Students in the Del Valle and Riverside learning communities demonstrated their STEM skills at two interactive events in November to showcase more than $167,000 in new classroom equipment made possible through grants from Marathon Petroleum Corp.
VJ Smith, director of government affairs with Marathon Petroleum and YISD Superintendent Dr. Xavier De La Torre were on hand at both events to announce the new grants and to get a firsthand look at the various STEM student projects made possible with the new equipment that included robots, 3D printing, and laser-cutting.
“We want these kids to have the best equipment and be prepared,” Smith said. “We believe in what’s happening in schools, and we are excited to support this.”
In the Riverside Learning Community, grants were provided to three schools: Ascarate Elementary ($4,900), Ramona Elementary ($12,500), and Riverside High School ($100,000). In the Del Valle Learning Community, grants were awarded to Camino Real Middle ($25,000) and Del Valle High School ($25,000).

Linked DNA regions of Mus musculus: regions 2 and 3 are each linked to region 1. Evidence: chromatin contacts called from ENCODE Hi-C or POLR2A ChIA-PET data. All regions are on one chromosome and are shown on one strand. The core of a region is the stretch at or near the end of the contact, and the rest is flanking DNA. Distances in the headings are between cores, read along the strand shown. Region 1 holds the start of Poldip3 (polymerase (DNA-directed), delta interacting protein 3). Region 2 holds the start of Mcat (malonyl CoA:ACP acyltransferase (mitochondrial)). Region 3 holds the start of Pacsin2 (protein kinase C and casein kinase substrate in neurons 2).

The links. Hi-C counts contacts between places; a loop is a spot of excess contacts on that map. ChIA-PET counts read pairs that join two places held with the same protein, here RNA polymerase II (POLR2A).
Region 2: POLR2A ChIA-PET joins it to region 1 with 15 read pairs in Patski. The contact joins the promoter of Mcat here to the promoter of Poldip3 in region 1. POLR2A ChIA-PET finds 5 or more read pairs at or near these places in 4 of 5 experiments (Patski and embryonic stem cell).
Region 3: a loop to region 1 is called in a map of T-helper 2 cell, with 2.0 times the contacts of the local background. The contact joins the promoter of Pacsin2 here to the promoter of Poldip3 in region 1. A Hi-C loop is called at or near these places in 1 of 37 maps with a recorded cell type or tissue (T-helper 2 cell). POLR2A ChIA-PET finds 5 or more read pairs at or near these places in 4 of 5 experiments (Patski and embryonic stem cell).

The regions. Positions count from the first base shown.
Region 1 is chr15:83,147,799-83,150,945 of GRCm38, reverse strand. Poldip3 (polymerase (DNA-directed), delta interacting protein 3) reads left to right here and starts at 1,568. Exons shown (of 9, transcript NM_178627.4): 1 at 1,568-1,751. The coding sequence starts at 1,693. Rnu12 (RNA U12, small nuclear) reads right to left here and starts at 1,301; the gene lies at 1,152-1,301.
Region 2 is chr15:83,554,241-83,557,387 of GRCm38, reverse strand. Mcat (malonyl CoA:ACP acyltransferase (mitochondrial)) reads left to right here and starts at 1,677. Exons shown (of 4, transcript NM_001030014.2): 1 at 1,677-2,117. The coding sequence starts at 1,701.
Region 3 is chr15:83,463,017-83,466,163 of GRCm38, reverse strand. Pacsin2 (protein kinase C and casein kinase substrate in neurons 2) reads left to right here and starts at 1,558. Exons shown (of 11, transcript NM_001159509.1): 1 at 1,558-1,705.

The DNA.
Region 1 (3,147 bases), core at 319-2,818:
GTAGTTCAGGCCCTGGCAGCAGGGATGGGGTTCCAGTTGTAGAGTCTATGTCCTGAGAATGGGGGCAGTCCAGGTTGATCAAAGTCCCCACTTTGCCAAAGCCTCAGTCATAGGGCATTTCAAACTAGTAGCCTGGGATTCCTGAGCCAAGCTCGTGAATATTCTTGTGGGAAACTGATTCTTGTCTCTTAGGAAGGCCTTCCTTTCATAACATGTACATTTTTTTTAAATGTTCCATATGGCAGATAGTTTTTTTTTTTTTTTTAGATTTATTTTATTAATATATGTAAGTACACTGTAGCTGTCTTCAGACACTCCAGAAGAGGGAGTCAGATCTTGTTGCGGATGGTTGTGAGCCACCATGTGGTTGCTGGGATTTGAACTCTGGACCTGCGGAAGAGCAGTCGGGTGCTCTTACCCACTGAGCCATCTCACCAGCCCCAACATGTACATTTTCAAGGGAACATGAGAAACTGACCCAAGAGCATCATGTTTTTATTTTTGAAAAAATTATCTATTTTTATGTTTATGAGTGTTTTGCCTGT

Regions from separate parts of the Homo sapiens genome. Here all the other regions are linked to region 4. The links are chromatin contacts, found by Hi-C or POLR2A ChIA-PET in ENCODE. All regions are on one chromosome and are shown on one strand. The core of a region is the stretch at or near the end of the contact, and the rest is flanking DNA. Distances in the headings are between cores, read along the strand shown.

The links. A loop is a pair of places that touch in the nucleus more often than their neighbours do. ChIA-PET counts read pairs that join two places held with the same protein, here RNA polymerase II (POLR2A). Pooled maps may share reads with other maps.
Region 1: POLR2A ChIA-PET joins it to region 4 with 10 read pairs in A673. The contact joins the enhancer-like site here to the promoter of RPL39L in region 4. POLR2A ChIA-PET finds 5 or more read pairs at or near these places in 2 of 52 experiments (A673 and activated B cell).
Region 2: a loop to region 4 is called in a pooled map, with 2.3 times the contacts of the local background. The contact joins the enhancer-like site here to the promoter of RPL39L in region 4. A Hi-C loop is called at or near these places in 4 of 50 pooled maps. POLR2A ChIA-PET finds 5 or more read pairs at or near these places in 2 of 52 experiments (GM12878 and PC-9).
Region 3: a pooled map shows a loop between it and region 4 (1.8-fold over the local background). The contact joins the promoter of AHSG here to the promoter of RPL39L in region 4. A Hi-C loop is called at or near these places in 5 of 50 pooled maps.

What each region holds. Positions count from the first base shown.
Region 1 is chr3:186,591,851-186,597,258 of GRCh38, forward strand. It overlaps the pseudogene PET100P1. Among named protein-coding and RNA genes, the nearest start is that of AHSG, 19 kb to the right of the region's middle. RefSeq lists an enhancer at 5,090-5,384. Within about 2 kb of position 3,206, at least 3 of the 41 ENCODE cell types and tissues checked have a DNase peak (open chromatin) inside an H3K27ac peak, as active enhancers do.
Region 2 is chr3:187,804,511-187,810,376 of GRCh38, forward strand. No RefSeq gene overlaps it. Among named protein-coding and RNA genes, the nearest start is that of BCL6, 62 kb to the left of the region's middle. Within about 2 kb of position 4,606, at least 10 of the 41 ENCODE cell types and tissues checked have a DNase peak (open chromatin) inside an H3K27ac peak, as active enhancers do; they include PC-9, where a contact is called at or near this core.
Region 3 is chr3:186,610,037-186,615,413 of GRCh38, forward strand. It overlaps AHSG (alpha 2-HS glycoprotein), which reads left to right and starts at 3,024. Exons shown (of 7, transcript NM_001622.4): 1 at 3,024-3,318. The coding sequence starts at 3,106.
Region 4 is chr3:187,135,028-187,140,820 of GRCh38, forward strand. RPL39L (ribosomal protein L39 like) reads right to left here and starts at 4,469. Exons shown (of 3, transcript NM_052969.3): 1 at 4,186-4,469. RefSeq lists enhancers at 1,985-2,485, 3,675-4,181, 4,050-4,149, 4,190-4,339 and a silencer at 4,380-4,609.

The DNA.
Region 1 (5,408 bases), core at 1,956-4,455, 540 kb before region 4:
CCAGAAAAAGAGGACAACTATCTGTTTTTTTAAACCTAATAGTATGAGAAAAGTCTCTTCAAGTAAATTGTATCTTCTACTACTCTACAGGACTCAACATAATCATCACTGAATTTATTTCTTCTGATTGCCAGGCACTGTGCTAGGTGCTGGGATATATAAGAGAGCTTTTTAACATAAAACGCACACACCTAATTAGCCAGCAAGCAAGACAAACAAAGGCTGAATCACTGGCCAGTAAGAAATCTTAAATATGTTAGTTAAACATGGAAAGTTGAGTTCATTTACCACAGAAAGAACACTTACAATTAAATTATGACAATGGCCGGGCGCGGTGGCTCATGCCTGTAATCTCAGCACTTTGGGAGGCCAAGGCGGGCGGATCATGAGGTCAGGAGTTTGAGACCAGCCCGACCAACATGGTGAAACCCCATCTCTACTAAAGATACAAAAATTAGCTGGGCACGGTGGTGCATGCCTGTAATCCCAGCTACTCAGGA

“We are working on robots; then, on our computer, we program it,” said Del Valle Middle School student Ana Lisa Madrid during one of the interactive events. “It really feels awesome because you get to explore new things and you get to learn.”
Madrid’s teacher, Yvette Garcia, said the funding has served as “a catalyst to improve just our basic STEM program.
“But as these kids get more excited about it, the teachers get more excited about it, and the program grows exponentially,” Garcia added.
With an expected U.S. shortage of qualified high school and college graduates to fill jobs in the fields of Science, Technology, Engineering, and Math (STEM), Marathon Petroleum awarded these grants to YISD schools to increase access to high-quality STEM educational resources and instruction that position students for professional and academic success in these fast-growing fields.
Below is a list of new equipment purchased with Marathon Petroleum grants:
• Ascarate Elementary School: Lego Mindstorm robots and STEM equipment;
• Ramona Elementary School: 3D printers and STEM training for teachers;
• Camino Real Middle School (now Del Valle Middle School): laptop computers for FIRST Lego League competition and Sphero robots;
• Del Valle High School: state-of-the-art Laser Cutter; and
• Riverside High School: heavy duty 3D Printer.
Marathon Petroleum – formerly known as Andeavor – operates the nation’s largest refining system, which includes a refinery just a few miles east of downtown El Paso. One of its core principles is corporate citizenship, which officials describe as working to make a positive difference in the communities where they operate.